FOR IMMEDIATE RELEASE:
June 5, 2018
Contact: Pedro Hernandez at firstname.lastname@example.org or 415.613.2363
San Francisco Mayoral Election By the Numbers: A First Look
Trends Suggest Voters Using RCV Better Than Ever More San Francisco Voters for Mayor than for Governor and Far Less Error
SAN FRANCISCO -- First ranked choice voting (RCV) election results in the special election for mayor of San Francisco suggest that voters are handling ranked choice voting ballots well. After analyzing the first release of the 78,223 ballots received by the Board of Elections on June 4, FairVote California finds that San Francisco voters are continuing to make effective use of ranked choice voting.
Voters handle RCV ballots for mayor better than non-RCV ballots for governor. In the early election results for governor, there are 1,909 overvotes that invalidated ballots, which is a rate of greater than 2.4 percent. In the early election results for SF Mayor, there are only 223 overvotes, a rate of less than 0.3 percent. In other words, a voter was eight times more likely to make an error on their non-RCV ballots for governor than their RCV ballots for mayor. About the same number of voters skipped both contests. Of all 79,024, voters mailing in ballots that arrived before Election Day, 77,370 had their vote count for mayor. Only 75,638 had their vote count for governor.
Voters far more likely to vote for mayor than for U.S. Senator: Of all voters mailing in ballots before Election Day, 77,370 had a vote count for mayor with an RCV ballot. Only 74,315 had a vote count for U.S. Senator, with 4,175 skipping the contest entirely with a non-RCV ballot.This is part of a pattern where city voters are more likely to vote in city elections with RCV than they were in pre-RCV elections.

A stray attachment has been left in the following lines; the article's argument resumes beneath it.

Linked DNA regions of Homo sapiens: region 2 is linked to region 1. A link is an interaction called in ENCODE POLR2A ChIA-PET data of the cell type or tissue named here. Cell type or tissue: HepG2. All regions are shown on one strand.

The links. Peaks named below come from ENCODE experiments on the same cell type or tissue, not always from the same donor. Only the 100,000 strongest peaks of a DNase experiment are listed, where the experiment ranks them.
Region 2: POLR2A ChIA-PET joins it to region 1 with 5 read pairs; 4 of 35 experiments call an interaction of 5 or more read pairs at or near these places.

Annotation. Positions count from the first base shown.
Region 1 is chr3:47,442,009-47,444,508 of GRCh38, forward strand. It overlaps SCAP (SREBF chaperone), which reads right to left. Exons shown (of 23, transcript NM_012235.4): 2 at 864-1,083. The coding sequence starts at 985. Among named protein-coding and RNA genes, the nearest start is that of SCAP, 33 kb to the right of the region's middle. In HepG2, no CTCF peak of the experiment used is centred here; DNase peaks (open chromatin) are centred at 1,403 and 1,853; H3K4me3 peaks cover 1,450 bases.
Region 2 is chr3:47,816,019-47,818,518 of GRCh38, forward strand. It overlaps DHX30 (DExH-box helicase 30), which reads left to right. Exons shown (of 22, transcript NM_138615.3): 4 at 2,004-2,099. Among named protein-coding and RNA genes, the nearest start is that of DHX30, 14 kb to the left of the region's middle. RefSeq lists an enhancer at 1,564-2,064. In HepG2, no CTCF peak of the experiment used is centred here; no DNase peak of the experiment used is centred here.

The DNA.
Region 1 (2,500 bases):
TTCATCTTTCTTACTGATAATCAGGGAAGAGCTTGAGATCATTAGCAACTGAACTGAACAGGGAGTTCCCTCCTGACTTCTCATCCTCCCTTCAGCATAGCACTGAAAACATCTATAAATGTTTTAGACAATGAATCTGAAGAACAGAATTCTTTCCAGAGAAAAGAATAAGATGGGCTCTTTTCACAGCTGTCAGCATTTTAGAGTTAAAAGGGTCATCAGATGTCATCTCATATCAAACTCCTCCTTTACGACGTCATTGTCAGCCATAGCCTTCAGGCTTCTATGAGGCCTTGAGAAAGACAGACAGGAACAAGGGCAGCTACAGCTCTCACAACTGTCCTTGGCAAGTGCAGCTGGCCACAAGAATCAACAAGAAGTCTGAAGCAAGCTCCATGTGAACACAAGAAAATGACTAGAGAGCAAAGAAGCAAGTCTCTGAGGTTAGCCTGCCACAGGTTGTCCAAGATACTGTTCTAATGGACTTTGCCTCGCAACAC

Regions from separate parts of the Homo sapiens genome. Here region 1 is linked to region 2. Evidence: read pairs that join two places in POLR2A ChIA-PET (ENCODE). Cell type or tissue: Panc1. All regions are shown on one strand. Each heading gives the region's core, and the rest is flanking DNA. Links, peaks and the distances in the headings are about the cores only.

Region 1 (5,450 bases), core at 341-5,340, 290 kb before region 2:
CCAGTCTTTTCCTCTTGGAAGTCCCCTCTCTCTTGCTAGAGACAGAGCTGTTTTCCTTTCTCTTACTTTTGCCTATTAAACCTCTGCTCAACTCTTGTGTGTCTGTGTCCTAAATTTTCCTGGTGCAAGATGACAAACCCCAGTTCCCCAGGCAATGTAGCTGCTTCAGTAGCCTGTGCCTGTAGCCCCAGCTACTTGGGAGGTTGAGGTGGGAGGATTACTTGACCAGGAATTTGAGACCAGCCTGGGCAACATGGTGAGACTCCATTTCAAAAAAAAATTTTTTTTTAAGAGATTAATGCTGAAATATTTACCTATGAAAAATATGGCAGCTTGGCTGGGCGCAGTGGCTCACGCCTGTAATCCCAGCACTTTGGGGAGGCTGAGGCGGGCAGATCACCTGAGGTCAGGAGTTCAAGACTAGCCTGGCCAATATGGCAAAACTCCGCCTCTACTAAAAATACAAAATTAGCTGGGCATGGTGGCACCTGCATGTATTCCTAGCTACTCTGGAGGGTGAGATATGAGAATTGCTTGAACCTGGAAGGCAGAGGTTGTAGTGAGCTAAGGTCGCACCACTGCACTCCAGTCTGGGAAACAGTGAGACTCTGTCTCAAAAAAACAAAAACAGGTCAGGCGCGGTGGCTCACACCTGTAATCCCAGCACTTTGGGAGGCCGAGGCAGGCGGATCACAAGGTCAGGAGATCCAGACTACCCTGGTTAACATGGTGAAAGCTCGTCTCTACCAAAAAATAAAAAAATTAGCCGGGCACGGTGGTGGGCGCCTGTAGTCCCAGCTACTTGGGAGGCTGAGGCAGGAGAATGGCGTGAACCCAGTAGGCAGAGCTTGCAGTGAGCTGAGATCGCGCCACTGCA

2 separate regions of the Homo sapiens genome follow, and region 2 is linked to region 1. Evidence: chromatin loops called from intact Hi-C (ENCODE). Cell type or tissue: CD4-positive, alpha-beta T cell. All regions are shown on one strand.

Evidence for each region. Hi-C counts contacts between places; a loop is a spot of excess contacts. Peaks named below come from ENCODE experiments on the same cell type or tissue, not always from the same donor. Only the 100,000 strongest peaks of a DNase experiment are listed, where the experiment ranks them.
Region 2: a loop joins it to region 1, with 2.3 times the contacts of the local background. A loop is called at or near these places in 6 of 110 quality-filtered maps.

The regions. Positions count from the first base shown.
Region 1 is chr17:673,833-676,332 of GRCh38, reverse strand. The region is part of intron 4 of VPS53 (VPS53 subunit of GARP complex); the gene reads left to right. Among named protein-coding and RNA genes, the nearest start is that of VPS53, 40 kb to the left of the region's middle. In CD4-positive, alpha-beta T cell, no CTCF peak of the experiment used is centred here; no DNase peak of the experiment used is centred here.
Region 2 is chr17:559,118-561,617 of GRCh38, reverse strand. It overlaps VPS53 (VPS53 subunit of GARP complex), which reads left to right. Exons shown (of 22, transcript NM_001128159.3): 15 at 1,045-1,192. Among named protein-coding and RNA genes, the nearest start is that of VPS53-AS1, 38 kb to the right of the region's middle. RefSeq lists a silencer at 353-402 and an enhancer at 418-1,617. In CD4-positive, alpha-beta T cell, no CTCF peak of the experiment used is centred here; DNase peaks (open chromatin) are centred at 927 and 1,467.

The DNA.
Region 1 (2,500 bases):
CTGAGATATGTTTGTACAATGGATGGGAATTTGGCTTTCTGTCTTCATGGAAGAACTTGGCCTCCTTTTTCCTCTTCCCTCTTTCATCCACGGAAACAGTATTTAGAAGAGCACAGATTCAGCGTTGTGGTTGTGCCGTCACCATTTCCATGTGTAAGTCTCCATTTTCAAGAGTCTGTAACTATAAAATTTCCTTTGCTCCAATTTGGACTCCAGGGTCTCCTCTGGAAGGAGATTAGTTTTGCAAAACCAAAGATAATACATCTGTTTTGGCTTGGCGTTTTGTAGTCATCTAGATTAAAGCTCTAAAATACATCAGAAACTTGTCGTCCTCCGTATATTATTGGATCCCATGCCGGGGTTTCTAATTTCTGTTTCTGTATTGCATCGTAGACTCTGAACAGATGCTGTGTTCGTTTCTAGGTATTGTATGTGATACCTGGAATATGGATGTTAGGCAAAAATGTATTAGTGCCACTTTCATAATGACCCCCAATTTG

- High retention of voters: The percentage of voters having their ballot count in every round is higher than ever, with nearly nine in ten voters counting in every round from first to the last. In traditional runoff elections, turnout declined on average by more than 30 percent.
“These numbers are preliminary, however they underscore findings from our recent report that San Francisco voters have effectively used ranked choice voting -- and it’s getting even better,” said FairVote California Deputy Director Pedro Hernandez. “Voters were more engaged in the election for mayor than for other key races, and were more likely to have their vote count for mayor than for governor or U.S. Senator.
This initial release of data is only based on vote-by-mail ballots that the Department of Elections (DOE) received and processed before Election Day. Based on an analysis of the mayoral race in 2015, that means that this likely reflects less than half of the final vote.
Soon after 9 pm, the Department of Elections released its first preliminary report of ranked choice voting results of vote-by-mail voters. Tonight, London Breed narrowly leads Mark Leno in the final round of the ranked choice voting election, but the results remain too close to call.
“Of the votes counted so far, 64,133 (83 percent) of voters ranked 2-3 candidates, showing that San Francisco voters are engaging with the ranked choice voting system,” Hernandez said. “RCV empowers San Franciscans to vote for the candidates they prefer without fear of wasting their vote.”
Notably, the speed of releasing results is purely a factor of how many ballots the DOE has to process, not ranked choice voting. Once the DOE has processed a batch of ballots, it can run the RCV tabulation on that batch and release those results in about an hour, according to Director John Arntz. Next year, with its new voting machines in place, even that one hour interval to run the RCV tabulation will not be necessary -- it will essentially be instantaneous.
FairVote California and FairVote will be analyzing results tonight and in the days ahead. For comment, please contact FairVote California Deputy Director Pedro Hernandez at email@example.com.
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